Regional Environmental Change

pp 1–21

Climate change impacts in Latin America and the Caribbean and their implications for development

Authors

    • Potsdam Institute for Climate Impact Research
  • Sophie Adams
    • Climate Analytics
    • University of New South Wales
  • Torsten Albrecht
    • Potsdam Institute for Climate Impact Research
  • Florent Baarsch
    • Climate Analytics
  • Alice Boit
    • Potsdam Institute for Climate Impact Research
  • Nella Canales Trujillo
    • Overseas Development Institute
  • Matti Cartsburg
    • Agripol - Network for Policy Advice GbR
  • Dim Coumou
    • Potsdam Institute for Climate Impact Research
  • Alexander Eden
    • Potsdam Institute for Climate Impact Research
  • Erick Fernandes
    • Climate Change Policy and Finance DepartmentThe World Bank
  • Fanny Langerwisch
    • Potsdam Institute for Climate Impact Research
  • Rachel Marcus
    • Overseas Development Institute
  • Matthias Mengel
    • Potsdam Institute for Climate Impact Research
  • Daniel Mira-Salama
    • Climate Change Policy and Finance DepartmentThe World Bank
  • Mahé Perette
    • Potsdam Institute for Climate Impact Research
  • Paola Pereznieto
    • Overseas Development Institute
  • Anja Rammig
    • Potsdam Institute for Climate Impact Research
    • TUM School of Life Sciences Weihenstephan, Land Surface-Atmosphere InteractionsTechnische Universität München
  • Julia Reinhardt
    • Potsdam Institute for Climate Impact Research
  • Alexander Robinson
    • Potsdam Institute for Climate Impact Research
    • Universidad Complutense de Madrid
    • Instituto de GeocienciasUCM-CSIC
  • Marcia Rocha
    • Climate Analytics
  • Boris Sakschewski
    • Potsdam Institute for Climate Impact Research
  • Michiel Schaeffer
    • Climate Analytics
  • Carl-Friedrich Schleussner
    • Climate Analytics
  • Olivia Serdeczny
    • Climate Analytics
  • Kirsten Thonicke
    • Potsdam Institute for Climate Impact Research
Original Article

DOI: 10.1007/s10113-015-0854-6

Cite this article as:
Reyer, C., Adams, S., Albrecht, T. et al. Reg Environ Change (2015). doi:10.1007/s10113-015-0854-6

Abstract

This paper synthesizes what is known about the physical and biophysical impacts of climate change and their consequences for societies and development under different levels of global warming in Latin America and the Caribbean (LAC). Projections show increasing mean temperatures by up to 4.5 °C compared to pre-industrial by the end of this century across LAC. Associated physical impacts include altered precipitation regimes, a strong increase in heat extremes, higher risks of droughts and increasing aridity. Moreover, the mean intensity of tropical cyclones, as well as the frequency of the most intense storms, is projected to increase while sea levels are expected to rise by ~0.2–1.1 mm depending on warming level and region. Tropical glacier volume is found to decrease substantially, with almost complete deglaciation under high warming levels. The much larger glaciers in the southern Andes are less sensitive to warming and shrink on slower timescales. Runoff is projected to be reduced in Central America, the southern Amazon basin and southernmost South America, while river discharge may increase in the western Amazon basin and in the Andes in the wet season. However, in many regions, there is uncertainty in the direction of these changes as a result of uncertain precipitation projections and differences in hydrological models. Climate change will also reduce agricultural yields, livestock and fisheries, although there may be opportunities such as increasing rice yield in several LAC countries or higher fish catch potential in the southernmost South American waters. Species range shifts threaten terrestrial biodiversity, and there is a substantial risk of Amazon rainforest degradation with continuing warming. Coral reefs are at increasing risk of annual bleaching events from 2040 to 2050 onwards irrespective of the climate scenario. These physical and biophysical climate change impacts challenge human livelihoods through, e.g., decreasing income from fisheries, agriculture or tourism. Furthermore, there is evidence that human health, coastal infrastructures and energy systems are also negatively affected. This paper concludes that LAC will be severely affected by climate change, even under lower levels of warming, due to the potential for impacts to occur simultaneously and compound one another.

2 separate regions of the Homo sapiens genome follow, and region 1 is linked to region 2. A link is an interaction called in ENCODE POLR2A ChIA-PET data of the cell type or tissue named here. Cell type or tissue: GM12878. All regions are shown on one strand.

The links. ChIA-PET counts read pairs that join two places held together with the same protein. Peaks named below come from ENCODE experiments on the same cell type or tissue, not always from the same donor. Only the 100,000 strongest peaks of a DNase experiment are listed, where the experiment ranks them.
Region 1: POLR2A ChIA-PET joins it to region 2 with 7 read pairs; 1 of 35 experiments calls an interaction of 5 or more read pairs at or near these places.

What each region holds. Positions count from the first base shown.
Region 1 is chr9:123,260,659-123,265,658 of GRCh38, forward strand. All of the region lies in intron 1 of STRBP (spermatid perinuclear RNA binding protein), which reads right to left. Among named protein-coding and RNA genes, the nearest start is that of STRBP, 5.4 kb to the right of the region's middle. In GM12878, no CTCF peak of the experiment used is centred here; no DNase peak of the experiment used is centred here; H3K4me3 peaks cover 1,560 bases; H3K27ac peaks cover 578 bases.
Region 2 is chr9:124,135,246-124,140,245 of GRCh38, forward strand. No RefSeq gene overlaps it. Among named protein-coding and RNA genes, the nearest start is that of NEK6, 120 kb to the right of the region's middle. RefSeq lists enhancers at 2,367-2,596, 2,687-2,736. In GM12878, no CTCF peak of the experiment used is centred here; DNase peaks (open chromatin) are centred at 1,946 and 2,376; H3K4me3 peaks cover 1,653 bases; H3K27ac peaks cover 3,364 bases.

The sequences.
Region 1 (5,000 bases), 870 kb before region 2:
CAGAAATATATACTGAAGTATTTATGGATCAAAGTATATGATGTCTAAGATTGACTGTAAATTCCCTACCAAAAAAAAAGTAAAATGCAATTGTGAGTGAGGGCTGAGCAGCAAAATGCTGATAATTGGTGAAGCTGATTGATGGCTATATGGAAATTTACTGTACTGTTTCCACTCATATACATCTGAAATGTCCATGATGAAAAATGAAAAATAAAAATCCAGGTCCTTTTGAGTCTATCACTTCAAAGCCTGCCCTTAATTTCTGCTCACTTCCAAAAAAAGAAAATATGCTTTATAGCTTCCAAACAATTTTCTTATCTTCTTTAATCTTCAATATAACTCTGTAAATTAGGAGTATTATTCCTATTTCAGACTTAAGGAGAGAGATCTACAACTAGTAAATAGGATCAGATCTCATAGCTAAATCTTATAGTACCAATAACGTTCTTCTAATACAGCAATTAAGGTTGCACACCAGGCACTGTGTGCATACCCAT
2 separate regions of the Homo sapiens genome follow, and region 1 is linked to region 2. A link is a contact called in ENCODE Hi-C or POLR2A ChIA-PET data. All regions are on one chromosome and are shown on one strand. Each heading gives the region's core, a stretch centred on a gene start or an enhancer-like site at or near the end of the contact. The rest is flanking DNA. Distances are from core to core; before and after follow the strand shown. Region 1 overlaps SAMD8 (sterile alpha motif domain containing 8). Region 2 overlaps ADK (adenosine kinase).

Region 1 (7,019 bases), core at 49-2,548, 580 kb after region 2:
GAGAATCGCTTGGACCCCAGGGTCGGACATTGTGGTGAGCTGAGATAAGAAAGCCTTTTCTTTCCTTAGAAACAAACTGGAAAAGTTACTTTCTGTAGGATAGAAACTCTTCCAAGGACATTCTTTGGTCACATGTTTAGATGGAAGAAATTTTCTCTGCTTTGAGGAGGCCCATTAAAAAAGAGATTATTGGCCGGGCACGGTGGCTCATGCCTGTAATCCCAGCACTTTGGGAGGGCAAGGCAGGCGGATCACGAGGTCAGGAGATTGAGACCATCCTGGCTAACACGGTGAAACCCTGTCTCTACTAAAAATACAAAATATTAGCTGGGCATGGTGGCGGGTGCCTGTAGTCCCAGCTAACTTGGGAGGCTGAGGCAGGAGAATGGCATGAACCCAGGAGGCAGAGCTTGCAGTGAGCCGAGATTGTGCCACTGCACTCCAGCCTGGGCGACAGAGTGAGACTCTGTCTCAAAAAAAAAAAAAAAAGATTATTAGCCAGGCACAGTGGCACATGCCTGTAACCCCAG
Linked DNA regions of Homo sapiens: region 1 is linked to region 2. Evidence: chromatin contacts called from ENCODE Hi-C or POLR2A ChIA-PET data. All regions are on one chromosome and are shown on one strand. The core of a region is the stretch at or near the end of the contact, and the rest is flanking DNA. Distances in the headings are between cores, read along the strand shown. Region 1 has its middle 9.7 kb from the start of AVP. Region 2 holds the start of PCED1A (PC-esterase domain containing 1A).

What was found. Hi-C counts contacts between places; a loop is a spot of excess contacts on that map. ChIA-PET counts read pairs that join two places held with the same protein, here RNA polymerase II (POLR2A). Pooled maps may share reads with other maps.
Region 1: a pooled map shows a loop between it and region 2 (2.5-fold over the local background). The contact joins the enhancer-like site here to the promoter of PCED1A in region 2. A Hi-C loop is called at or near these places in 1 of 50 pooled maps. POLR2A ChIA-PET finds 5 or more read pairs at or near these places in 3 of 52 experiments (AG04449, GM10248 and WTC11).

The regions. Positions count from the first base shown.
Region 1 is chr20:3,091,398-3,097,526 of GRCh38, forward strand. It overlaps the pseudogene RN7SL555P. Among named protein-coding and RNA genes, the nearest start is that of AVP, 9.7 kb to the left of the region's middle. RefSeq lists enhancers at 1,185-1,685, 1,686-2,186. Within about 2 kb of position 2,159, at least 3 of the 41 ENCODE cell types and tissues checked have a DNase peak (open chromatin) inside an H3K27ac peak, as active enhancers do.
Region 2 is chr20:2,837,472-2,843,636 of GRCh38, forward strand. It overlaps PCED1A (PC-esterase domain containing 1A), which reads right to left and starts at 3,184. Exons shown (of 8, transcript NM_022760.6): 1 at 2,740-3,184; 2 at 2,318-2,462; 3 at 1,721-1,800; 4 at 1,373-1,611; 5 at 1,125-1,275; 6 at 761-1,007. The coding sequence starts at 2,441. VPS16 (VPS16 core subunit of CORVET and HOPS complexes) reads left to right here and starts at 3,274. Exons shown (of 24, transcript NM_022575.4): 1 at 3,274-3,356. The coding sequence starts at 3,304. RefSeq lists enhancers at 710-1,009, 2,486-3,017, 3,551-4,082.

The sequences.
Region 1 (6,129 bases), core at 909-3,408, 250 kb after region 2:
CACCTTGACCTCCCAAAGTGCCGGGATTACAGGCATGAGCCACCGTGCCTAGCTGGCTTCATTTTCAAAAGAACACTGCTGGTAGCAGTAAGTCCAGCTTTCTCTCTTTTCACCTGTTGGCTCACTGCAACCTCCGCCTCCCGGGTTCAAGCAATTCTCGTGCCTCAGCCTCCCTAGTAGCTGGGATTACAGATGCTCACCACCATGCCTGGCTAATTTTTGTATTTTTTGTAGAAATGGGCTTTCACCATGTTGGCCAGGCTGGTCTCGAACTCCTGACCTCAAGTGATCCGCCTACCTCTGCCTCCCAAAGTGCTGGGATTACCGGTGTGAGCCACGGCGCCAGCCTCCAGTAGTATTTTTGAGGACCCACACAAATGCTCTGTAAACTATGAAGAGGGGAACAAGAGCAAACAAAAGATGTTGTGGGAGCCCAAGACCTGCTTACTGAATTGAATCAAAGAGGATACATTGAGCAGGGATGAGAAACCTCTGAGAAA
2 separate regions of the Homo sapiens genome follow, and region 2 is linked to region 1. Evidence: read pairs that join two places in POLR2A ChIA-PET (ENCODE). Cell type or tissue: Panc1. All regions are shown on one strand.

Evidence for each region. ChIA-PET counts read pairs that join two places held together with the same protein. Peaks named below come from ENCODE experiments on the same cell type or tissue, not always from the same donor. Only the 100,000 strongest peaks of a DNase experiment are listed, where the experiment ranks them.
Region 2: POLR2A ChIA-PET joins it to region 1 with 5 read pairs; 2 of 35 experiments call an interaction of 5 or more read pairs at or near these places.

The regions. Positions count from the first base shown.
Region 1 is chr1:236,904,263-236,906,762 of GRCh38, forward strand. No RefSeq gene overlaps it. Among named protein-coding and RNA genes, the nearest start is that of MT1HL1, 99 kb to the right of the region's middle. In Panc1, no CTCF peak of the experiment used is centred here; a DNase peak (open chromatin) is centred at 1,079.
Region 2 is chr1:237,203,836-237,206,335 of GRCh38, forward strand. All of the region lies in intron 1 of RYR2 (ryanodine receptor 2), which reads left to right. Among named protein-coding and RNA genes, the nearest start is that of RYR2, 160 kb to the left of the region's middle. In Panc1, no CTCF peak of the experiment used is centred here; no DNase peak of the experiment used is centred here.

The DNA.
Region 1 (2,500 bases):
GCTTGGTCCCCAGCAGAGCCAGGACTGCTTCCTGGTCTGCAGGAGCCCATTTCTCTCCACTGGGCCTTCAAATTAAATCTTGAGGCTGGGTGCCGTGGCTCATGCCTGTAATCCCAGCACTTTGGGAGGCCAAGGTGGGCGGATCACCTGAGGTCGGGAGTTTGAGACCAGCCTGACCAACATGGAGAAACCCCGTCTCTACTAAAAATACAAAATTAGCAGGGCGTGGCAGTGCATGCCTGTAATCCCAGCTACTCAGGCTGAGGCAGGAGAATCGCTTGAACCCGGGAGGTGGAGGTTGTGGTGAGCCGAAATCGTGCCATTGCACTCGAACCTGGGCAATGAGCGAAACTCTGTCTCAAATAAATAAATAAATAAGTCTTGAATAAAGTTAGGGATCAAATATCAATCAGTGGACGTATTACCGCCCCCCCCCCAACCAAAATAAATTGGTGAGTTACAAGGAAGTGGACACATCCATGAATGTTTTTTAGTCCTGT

Keywords

DevelopmentGlobal changePovertyProjectionsScenariosSustainability

Supplementary material

10113_2015_854_MOESM1_ESM.pdf (2.1 mb)
Supplementary material 1 (PDF 2153 kb)

Copyright information

© International Bank for Reconstruction and Development/The World Bank 2015